While eating, we picked up a brochure describing the 7 covered bridges in Montgomery County, all built by a set of brothers between 1860-1890. This was good enough for me – we now had a mission! We found one almost immediately, but the second one took a bit longer. Not only do the good folks in Vermont name multiple villages the same thing, they also name multiple roads the same thing (although having lived in Atlanta with it’s 47 different versions of Peachtree St, Rd, Lane, etc….I’m not sure why this should bother me ;-) Anyway, we turned down West Hill Road (unpaved) on the left side of the bridge, following the directions on the brochure. Mistake, should have turned down West Hill Road (paved) on the right side of the bridge. Silly me. After a fruitless but pretty drive down another lovely dirt road, we circled back, and finally found the ‘Creamery Bridge’, which was located over a waterfall. This one was closed to traffic, and needs to be restored, but what a beautiful location. The rocky road leading up to it was both curvy and rough, and probably gave a reasonably accurate illustration of what roads were like when it was built. Vance and I had a great time playing around in the creek and adding to an existing set of rock pile sculptures others had left below the falls.

Another bridge or two later, we set off north for Jay’s Peak, a ski resort in the area. We had heard the sky tram might be running during leaf season, and it was. The top of Jay’s Peak is around 4200 ft, and you can see into Canada, New Hampshire and New York, including Lake Champlain. It was a nice ride up, and there was lots of color in the leaves. This is the second time we’ve gone up to a peak over 4000 ft, and there was the wonderful scent of Christmas trees both times.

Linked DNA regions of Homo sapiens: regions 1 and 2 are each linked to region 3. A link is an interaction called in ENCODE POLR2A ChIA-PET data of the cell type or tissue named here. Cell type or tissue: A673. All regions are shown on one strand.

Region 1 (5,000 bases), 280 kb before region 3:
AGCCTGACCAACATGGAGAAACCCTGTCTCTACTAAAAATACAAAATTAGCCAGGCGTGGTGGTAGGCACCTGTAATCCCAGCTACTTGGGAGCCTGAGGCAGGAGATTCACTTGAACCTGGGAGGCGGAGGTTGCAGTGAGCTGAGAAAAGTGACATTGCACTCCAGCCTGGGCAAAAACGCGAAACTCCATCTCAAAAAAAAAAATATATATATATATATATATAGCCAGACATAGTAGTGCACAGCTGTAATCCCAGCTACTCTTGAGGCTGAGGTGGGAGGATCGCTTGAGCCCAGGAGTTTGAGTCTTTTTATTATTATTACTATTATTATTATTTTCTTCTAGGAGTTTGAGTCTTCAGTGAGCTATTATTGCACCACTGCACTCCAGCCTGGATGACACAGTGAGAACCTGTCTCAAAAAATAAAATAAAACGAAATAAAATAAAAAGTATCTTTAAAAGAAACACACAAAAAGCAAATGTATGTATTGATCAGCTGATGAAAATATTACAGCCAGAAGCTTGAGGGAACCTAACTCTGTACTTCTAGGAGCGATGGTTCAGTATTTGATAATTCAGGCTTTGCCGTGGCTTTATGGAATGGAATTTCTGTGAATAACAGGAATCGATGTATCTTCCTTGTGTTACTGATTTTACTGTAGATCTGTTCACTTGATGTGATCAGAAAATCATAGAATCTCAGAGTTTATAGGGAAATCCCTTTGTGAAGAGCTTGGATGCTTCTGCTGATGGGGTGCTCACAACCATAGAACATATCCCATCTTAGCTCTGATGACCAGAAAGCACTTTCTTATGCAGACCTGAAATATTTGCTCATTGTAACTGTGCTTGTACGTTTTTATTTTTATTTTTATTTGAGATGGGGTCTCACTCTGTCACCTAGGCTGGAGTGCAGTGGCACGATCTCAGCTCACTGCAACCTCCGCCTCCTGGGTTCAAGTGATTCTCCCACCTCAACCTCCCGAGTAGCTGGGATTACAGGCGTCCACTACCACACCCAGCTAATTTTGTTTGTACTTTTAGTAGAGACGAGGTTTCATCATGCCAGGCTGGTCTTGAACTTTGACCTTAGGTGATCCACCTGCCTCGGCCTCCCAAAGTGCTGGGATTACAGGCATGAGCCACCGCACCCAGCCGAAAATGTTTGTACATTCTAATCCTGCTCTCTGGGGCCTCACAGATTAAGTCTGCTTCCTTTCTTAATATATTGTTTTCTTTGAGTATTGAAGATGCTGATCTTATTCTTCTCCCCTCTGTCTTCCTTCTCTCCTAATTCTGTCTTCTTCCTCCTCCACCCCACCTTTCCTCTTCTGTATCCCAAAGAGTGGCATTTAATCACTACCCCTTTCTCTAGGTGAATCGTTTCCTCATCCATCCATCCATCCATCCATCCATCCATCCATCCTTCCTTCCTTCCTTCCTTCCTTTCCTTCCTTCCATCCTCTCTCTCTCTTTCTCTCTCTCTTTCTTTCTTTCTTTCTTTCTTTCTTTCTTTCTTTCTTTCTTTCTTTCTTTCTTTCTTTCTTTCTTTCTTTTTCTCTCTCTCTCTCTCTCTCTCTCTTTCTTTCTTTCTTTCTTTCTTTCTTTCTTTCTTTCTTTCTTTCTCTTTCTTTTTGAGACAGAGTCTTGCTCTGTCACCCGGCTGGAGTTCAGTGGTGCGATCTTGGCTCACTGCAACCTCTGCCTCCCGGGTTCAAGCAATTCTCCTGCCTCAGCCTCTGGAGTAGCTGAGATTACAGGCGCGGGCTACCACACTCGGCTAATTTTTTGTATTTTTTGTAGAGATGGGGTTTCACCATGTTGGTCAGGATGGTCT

Interesting side note – the real estate prices in this area seem cheap, at least compared to where we live. Larger tracts of mtn land can be had for less than $1000/acre, and the historic homes in several of the villages we went thru near the ski resort were very reasonable. Of course, the winters are brutal, and it is a very rural setting.

After the ride up the peak we went in search of ‘Big Falls’. Down yet another dirt road, this turned out to be a large waterfall that was impossible to see, short of risking life and limb climbing out on some rocks. We were able to get some pretty pictures above and below the falls. On the way out, we found yet another covered bridge (a rumpled looking red one). We ended the evening by dining at “Hidden Country’, a funky little restaurant that had been recommended to us by the campground owners (down yet another dirt road!)

I like to describe the way we travel as ‘going as the way opens’. We’re often ‘lost’ – not lost in not knowing where we are, but lost in not being where we were aiming to get. Often this is because we don’t always have a clear destination in mind, or if we do, we don’t really know how to get there in the first place. While this could seem frustrating, usually it’s not, because so often we discover something neat while ‘lost’, that makes the side trip worthwhile.

Today was a good ‘lost’ day….

Vance: Coming Soon